Understanding TCF Modalities
According to the CBN guidelines, the scheme was funded from the Micro, Small and Medium Enterprises Development Fund (MSMEDF) and the eligible participating financial institution for the scheme is NIRSAL Microfinance Bank (NMFB).
The apex bank sourced the fund from its MSME development fund which was administered through NIRSAL Microfinance Bank. Thus, while the CBN provided the funds, applicants applied for the loan through NIRSAL Microfinance Bank.
According to the CBN guidelines, the first step is for an eligible household to apply NIRSAL MFB, which must, among others, contain Bank Verification Number, business registration (where applicable) and business plan with clear evidence of the opportunity or adverse impact as a result of COVID-19 pandemic.
The NMFB then appraised and conducted due diligence applications and upon a satisfactory appraisal of application, NMFB forwarded the applications to the CBN for final approval, then, CBN reviews applications and gives final approval for disbursement to NMFB.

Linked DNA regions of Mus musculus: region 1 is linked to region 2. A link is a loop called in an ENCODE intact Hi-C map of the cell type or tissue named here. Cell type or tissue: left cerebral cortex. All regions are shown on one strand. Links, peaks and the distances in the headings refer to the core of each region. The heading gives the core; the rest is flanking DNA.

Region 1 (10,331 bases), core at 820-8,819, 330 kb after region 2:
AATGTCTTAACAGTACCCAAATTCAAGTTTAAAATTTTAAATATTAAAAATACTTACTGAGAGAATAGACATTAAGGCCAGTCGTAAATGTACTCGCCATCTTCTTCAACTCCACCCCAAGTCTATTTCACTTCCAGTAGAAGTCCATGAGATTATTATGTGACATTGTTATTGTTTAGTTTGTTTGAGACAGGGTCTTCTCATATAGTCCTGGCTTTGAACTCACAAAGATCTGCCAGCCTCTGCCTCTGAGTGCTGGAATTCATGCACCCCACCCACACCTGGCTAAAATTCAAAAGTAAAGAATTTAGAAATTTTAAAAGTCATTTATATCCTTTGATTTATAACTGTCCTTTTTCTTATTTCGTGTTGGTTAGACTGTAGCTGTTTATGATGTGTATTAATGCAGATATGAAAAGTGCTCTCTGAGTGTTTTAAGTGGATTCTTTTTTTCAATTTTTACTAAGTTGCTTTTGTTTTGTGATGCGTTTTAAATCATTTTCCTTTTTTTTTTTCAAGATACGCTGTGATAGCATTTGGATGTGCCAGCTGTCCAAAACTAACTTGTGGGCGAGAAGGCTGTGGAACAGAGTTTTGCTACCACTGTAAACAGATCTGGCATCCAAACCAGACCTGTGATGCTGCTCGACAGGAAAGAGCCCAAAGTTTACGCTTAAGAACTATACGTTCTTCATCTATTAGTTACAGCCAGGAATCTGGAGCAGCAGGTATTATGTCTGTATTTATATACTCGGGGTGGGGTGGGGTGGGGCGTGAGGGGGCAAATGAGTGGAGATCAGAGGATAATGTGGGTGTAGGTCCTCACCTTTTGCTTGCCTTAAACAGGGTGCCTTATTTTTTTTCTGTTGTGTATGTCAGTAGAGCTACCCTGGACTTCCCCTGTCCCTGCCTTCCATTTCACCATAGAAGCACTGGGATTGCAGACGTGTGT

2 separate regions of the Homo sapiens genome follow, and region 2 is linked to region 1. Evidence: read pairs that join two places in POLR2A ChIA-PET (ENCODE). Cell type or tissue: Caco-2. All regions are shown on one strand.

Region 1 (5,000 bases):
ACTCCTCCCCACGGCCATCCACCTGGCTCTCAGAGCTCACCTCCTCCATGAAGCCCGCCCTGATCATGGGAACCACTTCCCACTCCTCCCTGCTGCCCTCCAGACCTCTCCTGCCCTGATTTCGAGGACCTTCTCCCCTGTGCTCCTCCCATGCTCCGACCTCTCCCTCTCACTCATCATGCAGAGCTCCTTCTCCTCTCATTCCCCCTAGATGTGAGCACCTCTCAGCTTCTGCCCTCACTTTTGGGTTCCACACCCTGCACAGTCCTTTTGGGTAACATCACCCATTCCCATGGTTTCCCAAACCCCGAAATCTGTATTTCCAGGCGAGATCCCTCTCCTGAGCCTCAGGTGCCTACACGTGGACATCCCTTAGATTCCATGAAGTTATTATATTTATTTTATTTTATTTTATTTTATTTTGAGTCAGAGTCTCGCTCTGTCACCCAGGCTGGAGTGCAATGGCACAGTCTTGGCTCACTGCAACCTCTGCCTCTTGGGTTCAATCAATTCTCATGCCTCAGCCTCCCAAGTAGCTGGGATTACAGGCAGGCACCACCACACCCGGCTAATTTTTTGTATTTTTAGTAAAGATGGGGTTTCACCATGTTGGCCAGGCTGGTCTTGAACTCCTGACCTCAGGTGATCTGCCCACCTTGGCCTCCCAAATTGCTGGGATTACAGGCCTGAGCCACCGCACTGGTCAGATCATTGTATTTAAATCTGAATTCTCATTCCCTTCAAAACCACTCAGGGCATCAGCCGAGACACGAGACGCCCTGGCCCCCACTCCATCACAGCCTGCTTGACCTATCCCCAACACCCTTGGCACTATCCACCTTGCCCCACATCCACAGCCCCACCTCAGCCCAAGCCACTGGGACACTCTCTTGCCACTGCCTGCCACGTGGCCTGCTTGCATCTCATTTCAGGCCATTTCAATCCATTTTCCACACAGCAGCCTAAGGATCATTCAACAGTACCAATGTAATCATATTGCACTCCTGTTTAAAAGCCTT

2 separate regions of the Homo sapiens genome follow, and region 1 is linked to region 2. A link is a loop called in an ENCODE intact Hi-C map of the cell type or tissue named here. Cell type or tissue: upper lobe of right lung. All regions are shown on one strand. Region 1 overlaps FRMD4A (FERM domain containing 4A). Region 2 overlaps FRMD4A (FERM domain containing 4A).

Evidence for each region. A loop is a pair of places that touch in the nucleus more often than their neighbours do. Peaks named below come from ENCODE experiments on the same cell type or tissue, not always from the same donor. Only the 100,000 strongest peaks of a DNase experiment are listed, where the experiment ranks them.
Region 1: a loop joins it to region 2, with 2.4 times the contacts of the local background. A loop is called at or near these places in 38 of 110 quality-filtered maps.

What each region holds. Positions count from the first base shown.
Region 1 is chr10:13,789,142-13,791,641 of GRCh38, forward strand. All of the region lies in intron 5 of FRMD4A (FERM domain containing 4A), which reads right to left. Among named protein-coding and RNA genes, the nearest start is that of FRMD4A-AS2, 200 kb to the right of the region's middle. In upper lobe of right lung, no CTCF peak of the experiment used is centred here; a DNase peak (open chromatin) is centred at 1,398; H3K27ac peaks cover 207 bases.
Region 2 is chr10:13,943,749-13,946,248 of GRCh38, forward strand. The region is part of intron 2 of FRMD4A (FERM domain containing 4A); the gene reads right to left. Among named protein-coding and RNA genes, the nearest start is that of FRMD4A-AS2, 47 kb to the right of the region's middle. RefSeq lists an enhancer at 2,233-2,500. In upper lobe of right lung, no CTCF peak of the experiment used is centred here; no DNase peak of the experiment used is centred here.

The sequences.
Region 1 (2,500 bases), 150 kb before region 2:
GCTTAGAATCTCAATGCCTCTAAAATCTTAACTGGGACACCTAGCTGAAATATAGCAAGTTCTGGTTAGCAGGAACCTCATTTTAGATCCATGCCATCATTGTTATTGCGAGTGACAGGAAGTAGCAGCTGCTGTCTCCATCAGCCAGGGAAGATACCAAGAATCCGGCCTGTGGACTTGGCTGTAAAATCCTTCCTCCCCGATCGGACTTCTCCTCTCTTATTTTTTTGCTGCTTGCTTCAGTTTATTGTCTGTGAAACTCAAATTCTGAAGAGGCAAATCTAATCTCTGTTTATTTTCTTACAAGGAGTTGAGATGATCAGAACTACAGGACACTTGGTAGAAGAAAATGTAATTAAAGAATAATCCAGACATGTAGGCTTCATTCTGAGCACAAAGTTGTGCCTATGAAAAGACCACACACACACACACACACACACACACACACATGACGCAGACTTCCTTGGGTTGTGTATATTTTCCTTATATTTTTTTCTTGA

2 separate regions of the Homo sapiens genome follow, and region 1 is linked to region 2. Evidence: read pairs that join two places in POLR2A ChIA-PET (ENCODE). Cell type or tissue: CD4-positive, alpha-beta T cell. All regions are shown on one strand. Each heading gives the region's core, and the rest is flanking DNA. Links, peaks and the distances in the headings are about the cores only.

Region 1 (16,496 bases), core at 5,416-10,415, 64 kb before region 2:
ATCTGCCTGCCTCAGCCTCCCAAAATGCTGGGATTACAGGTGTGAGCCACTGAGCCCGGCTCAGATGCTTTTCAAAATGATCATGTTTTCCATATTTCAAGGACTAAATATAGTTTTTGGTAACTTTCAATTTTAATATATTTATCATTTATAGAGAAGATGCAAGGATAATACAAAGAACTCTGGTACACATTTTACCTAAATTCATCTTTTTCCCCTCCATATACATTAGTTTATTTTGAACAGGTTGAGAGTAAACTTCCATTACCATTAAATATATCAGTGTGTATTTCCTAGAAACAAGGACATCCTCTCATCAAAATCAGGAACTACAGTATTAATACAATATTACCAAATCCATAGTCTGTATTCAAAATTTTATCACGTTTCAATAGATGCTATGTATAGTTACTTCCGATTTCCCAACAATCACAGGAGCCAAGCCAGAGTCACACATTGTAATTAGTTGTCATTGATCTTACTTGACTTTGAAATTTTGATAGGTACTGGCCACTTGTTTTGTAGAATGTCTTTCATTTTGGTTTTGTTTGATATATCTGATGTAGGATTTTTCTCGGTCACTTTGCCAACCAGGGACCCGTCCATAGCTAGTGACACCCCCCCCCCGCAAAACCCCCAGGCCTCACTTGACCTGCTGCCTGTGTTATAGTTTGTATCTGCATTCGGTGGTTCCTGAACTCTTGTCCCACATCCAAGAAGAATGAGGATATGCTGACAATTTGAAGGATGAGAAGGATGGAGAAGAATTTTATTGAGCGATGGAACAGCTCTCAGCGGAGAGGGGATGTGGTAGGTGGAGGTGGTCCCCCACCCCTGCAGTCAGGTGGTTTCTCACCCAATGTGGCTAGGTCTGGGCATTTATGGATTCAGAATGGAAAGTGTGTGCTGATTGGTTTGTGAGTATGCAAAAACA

For corporate entities like their MSMEs counterparts, applications were submitted to NMFB with clear evidence of the opportunity or adverse impact as a result of COVID-19 pandemic. Also, NMFB appraised and conducted due diligence applications, after a satisfactory appraisal of the application, NMFB forwarded the applications to the CBN for final approval. CBN reviewed applications and gives final approval for disbursement to NMFB.
The interest rate under the intervention was pegged at five per cent per annum (all-inclusive) up to February 28, 2021, and thereafter, the interest on the facility shall revert to nine per cent per annum (all-inclusive) as from March 1, 2021.
Other Stimulus packages by the apex bank
Data from the CBN showed that the apex bank had disbursed the total sum of N107.45 billion to beneficiaries from the N1.15 trillion Covid-19 Pandemic Intervention Funds so far.
The bank has also disbursed N93.2 billion under the Real Sector Support Fund to boost local manufacturing, which consists of 44 Greenfield and Brownfield projects.
The Bank has approved N10.9 billion to 14,331 beneficiaries under the N50 billion Targeted Credit Facility for Households and SMEs, out of which N4.1 billion has been disbursed to 5,868 successful beneficiaries.
Recovery plans for the economy
As part of the lessons from the current pandemic, the CBN said there was a need to ensure that Nigeria’s value-added sector, the manufacturing industry, is strengthened.
Accordingly, the CBN will pursue policies that will reinvigorate our financial support for the manufacturing sector by expanding the intervention all through its value-chain.
Source: The Nation